Greece de­fies cred­i­tors over more cuts as econ­omy shrinks un­ex­pect­edly

The Malta Business Weekly - - FRONT PAGE -

The stand­off be­tween Greece and its cred­i­tors has es­ca­lated, with the em­bat­tled Athens gov­ern­ment vow­ing it will not give in to de­mands for fur­ther cuts as data showed the coun­try’s econ­omy un­ex­pect­edly con­tract­ing.

As thou­sands of protest­ing farm­ers ral­lied in Athens over spi­ralling costs and un­pop­u­lar re­forms, the Hel­lenic sta­tis­ti­cal author­ity re­vealed that Greek GDP shrank by 0.4% in the last three months of 2016.

Af­ter growth of 0.9% in the pre­vi­ous three-month pe­riod the fall was steep and un­fore­seen. On Mon­day the Euro­pean com­mis­sion an­nounced that the eurozone’s weak­est mem­ber was on course to achiev­ing a sur­plus on its bud­get of 2.3% af­ter ex­ceed­ing its 2016 fis­cal tar­gets “sig­nif­i­cantly”.

The set­back came as prime min­is­ter Alexis Tsipras’ lefist-led coali­tion said it would not con­sent to ad­di­tional aus­ter­ity be­yond the cuts the coun­try had al­ready agreed to ad­min­is­ter un­der its third, EU-led bailout pro­gramme.

Speak­ing on state TV, the dig­i­tal pol­icy min­is­ter Nikos Pap­pas, Tsipras’ clos­est con­fi­dant, in­sisted that on­go­ing dif­fer­ences be­tween the EU and In­ter­na­tional Mon­e­tary Fund over how to put the debt­stricken state back on the road to re­cov­ery were squarely to blame for the fail­ure to con­clude a com­pli­ance re­view at the heart of the stand­off. The IMF has ar­gued vig­or­ously that ex­tra mea­sures worth 2% of GDP will have to be en­forced with im­me­di­ate ef­fect if Greece is to achieve a high post-pro­gramme pri­mary sur­plus of more than 1.5%.

“The ne­go­ti­a­tions should have ended. Greece has done ev­ery­thing that it was asked to do,” he said and added there would be “no more mea­sures”.

The fu­ture of the €86bn fi­nan­cial aid pro­gramme is con­tin­gent on Athens im­ple­ment­ing agreed eco­nomic re­forms. The IMF has re­peat­edly said it will not sign up to the pro­gramme un­less the cri­sis­plagued coun­try is given more gen­er­ous debt re­lief in the form of a sub­stan­tial write-down.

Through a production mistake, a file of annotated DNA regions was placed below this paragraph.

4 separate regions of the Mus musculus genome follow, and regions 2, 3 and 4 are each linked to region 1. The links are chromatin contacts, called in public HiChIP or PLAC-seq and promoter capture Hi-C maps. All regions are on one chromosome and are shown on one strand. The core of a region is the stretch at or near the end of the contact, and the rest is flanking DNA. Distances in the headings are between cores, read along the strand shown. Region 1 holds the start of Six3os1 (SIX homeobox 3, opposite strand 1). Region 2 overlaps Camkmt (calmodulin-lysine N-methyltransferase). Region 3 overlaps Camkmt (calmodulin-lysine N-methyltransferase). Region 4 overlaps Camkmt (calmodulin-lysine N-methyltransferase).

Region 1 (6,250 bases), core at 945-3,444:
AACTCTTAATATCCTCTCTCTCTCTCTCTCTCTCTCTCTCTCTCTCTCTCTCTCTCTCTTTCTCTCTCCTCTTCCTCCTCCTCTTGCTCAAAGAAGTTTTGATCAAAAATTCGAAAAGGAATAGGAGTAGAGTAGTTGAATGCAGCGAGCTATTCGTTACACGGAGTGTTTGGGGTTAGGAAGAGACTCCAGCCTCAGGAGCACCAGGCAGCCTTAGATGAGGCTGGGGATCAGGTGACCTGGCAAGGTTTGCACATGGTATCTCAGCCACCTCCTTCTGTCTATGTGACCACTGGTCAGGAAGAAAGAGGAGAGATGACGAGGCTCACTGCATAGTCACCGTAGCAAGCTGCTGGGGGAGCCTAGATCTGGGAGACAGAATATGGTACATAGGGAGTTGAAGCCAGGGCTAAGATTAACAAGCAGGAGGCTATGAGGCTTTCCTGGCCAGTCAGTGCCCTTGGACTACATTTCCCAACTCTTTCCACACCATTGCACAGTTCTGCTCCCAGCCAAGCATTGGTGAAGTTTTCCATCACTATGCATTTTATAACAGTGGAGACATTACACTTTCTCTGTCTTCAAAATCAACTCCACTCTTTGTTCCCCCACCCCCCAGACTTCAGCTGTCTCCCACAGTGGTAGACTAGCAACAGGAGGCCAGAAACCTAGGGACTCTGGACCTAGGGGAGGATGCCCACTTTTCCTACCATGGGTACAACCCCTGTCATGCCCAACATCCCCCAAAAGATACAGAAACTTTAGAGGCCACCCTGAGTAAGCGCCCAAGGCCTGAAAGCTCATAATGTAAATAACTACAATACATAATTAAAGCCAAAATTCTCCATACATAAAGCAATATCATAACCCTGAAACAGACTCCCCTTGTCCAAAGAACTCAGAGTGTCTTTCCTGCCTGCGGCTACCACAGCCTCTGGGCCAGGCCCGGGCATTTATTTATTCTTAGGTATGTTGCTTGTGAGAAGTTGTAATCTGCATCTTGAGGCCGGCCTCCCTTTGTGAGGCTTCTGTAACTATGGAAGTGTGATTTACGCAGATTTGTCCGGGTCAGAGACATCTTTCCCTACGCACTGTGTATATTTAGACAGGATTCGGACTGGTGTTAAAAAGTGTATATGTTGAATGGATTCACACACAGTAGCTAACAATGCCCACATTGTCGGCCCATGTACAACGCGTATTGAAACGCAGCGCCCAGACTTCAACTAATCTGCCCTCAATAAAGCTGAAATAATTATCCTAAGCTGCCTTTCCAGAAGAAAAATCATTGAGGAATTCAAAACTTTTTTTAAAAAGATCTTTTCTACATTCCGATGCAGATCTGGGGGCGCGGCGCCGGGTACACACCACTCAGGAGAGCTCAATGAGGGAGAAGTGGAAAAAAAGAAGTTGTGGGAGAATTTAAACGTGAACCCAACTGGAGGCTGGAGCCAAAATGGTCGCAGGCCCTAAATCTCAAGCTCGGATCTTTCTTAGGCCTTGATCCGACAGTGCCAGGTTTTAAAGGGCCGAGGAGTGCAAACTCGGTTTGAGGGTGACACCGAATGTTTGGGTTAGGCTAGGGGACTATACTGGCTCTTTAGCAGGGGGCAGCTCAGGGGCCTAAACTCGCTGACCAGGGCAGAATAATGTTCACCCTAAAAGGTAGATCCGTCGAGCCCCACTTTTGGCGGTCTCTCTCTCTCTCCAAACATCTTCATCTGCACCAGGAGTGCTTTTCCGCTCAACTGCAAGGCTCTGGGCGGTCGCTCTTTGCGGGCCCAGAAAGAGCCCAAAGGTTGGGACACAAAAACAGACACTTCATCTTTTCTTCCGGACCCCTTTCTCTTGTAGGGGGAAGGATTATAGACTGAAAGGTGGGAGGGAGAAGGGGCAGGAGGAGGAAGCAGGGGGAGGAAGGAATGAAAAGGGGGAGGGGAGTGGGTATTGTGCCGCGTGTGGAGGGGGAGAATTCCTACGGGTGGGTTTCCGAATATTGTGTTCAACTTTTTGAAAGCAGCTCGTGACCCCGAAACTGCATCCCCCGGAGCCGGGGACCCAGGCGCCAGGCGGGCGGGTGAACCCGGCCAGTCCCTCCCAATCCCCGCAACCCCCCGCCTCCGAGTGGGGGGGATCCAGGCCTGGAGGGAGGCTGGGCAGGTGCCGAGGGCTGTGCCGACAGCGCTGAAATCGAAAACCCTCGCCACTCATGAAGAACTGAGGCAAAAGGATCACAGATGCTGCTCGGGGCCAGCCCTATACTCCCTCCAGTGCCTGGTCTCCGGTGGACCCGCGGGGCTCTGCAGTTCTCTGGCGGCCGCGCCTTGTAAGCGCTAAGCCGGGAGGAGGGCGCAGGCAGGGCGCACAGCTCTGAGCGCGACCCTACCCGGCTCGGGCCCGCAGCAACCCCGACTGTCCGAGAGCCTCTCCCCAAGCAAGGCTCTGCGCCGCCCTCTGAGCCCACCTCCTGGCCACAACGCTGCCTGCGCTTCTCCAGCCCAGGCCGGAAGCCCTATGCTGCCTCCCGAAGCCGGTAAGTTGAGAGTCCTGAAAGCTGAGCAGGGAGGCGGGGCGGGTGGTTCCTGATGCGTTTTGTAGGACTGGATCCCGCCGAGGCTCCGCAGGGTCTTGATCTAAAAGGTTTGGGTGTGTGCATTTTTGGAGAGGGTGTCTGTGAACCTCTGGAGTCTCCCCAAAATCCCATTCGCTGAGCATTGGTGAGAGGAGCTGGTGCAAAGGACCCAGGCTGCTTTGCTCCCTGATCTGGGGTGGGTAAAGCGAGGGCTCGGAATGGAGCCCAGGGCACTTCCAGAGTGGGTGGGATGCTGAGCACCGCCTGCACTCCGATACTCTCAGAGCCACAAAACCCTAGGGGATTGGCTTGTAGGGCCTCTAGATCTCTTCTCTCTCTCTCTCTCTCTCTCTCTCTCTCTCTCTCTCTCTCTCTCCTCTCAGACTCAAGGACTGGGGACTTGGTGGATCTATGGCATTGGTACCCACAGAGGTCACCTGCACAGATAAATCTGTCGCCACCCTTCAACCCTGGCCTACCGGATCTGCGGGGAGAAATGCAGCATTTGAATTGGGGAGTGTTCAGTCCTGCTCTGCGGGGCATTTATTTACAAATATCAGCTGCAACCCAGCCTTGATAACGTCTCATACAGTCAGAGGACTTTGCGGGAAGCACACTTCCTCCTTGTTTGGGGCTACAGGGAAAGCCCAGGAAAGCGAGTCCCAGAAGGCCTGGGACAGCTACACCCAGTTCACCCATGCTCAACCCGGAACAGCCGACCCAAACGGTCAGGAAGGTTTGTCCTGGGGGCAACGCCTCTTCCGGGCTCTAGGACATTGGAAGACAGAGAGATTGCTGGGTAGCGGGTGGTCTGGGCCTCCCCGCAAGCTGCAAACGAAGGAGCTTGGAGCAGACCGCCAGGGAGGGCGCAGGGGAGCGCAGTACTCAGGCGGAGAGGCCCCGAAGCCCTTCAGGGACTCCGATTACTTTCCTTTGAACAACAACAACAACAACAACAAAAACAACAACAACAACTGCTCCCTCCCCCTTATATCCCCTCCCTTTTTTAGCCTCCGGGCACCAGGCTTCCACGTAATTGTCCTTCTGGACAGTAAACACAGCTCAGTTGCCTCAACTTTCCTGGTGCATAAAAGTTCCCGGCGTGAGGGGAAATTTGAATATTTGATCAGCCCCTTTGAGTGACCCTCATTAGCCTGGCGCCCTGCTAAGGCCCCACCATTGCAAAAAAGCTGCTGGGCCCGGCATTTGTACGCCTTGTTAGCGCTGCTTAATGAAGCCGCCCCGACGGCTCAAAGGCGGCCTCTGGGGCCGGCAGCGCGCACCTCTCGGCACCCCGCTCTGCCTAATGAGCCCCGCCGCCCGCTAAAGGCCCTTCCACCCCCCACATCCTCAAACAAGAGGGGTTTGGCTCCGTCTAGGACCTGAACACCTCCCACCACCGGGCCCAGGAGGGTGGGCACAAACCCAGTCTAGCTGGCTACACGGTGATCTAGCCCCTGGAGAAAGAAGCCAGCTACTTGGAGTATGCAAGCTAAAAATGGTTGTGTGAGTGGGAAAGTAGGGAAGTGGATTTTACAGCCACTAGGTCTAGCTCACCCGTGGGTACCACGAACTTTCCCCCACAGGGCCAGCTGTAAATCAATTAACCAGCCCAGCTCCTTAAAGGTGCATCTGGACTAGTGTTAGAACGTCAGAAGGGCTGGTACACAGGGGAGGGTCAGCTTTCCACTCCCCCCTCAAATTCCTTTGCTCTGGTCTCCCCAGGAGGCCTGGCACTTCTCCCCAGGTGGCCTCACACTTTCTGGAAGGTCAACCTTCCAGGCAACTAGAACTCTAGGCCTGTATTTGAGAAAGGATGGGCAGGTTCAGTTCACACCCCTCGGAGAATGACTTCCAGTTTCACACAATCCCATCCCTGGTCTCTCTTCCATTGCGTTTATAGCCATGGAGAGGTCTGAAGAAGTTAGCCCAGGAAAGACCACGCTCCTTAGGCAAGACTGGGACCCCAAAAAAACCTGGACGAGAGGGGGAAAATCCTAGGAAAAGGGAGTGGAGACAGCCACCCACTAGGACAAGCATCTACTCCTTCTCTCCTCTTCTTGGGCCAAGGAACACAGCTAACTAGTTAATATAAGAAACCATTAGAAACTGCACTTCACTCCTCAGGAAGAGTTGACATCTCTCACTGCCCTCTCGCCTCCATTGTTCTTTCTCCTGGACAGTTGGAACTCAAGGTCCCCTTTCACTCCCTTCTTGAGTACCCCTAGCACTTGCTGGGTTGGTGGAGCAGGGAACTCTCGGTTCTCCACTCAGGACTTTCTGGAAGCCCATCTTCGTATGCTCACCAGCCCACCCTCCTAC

With Greece fac­ing a €7bn debt re­pay­ment to the Euro­pean Cen­tral Bank in July, fears of a Greek de­fault have once again hit mar­kets with shares fall­ing and in­ter­est rates on Greek debt ris­ing.

But Tsipras is also un­der pres­sure from back-benchers in his frag­ile two-party ad­min­is­tra­tion. Af­ter seven years of adopt­ing gru­el­ing aus­ter­ity in re­turn for emer­gency bailout aid many are openly ques­tion­ing the wis­dom of ap­ply­ing yet more mea­sures that have al­ready put Greece in a per­ma­nent debt de­fla­tion­ary cy­cle.

All eyes are now on a fly­ing visit Europe’s eco­nom­ics chief Pierre Moscovici will make to Athens. Gov­ern­ment sources said they were hop­ing the EU com­mis­sioner would come with an “honourable com­pro­mise” ac­cept­able to all so that stalled ne­go­ti­a­tions could re­sume with the re­turn of au­di­tors as soon as pos­si­ble.

But the eurozone chief, Dutch fi­nance min­is­ter Jeroen Di­js­sel­bloem, warned it was un­likely a so­lu­tion would be found be­fore the next meet­ing of fi­nance min­is­ters rep­re­sent­ing coun­tries in the cur­rency bloc on 20 Fe­bru­ary – rais­ing the spec­tre that Greece could be headed for a re­run of 2015 when it teetered to­wards euro exit.

On Mon­day, Chris­tine La­garde, the IMF’s man­ag­ing di­rec­tor, raised the stakes fur­ther say­ing Greece could not be sin­gled out for spe­cial treat­ment. “We have been asked to help, but can only help at terms and con­di­tions that are even-handed,” she told Reuters. “In other words we can­not cut a spe­cial sweet deal for a par­tic­u­lar coun­try be­cause it is that county.”

De­spite the de­lay, Greek of­fi­cials have re­peat­edly voiced op­ti­mism that the re­view will soon be con­cluded. Amidst the un­cer­tainty the real econ­omy has been put on hold with non-per­form­ing bank loans and pri­vate debt bal­loon­ing. This week the head of the Greek pub­lic power cor­po­ra­tion, DEH, said lack of liq­uid­ity was such that the body was on the verge of bank­ruptcy.

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